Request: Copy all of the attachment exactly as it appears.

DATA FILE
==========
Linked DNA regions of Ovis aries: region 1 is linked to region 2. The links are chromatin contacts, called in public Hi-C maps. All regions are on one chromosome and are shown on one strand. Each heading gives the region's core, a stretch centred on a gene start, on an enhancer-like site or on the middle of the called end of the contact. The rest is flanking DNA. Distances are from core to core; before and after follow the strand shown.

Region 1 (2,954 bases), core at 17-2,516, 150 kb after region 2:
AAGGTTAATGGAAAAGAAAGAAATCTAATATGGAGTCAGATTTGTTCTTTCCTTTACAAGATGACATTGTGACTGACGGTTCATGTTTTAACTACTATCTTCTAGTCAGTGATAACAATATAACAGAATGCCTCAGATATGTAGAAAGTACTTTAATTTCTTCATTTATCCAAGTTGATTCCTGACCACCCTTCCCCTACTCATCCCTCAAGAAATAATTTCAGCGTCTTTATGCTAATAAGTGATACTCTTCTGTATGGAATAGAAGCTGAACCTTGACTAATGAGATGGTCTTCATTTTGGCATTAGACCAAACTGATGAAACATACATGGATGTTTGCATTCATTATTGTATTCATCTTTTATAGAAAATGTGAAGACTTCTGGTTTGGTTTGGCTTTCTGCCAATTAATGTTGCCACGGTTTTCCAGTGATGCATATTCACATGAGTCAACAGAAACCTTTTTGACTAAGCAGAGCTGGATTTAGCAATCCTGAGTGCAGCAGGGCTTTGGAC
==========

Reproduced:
Linked DNA regions of Ovis aries: region 1 is linked to region 2. The links are chromatin contacts, called in public Hi-C maps. All regions are on one chromosome and are shown on one strand. Each heading gives the region's core, a stretch centred on a gene start, on an enhancer-like site or on the middle of the called end of the contact. The rest is flanking DNA. Distances are from core to core; before and after follow the strand shown.

Region 1 (2,954 bases), core at 17-2,516, 150 kb after region 2:
AAGGTTAATGGAAAAGAAAGAAATCTAATATGGAGTCAGATTTGTTCTTTCCTTTACAAGATGACATTGTGACTGACGGTTCATGTTTTAACTACTATCTTCTAGTCAGTGATAACAATATAACAGAATGCCTCAGATATGTAGAAAGTACTTTAATTTCTTCATTTATCCAAGTTGATTCCTGACCACCCTTCCCCTACTCATCCCTCAAGAAATAATTTCAGCGTCTTTATGCTAATAAGTGATACTCTTCTGTATGGAATAGAAGCTGAACCTTGACTAATGAGATGGTCTTCATTTTGGCATTAGACCAAACTGATGAAACATACATGGATGTTTGCATTCATTATTGTATTCATCTTTTATAGAAAATGTGAAGACTTCTGGTTTGGTTTGGCTTTCTGCCAATTAATGTTGCCACGGTTTTCCAGTGATGCATATTCACATGAGTCAACAGAAACCTTTTTGACTAAGCAGAGCTGGATTTAGCAATCCTGAGTGCAGCAGGGCTTTGGAC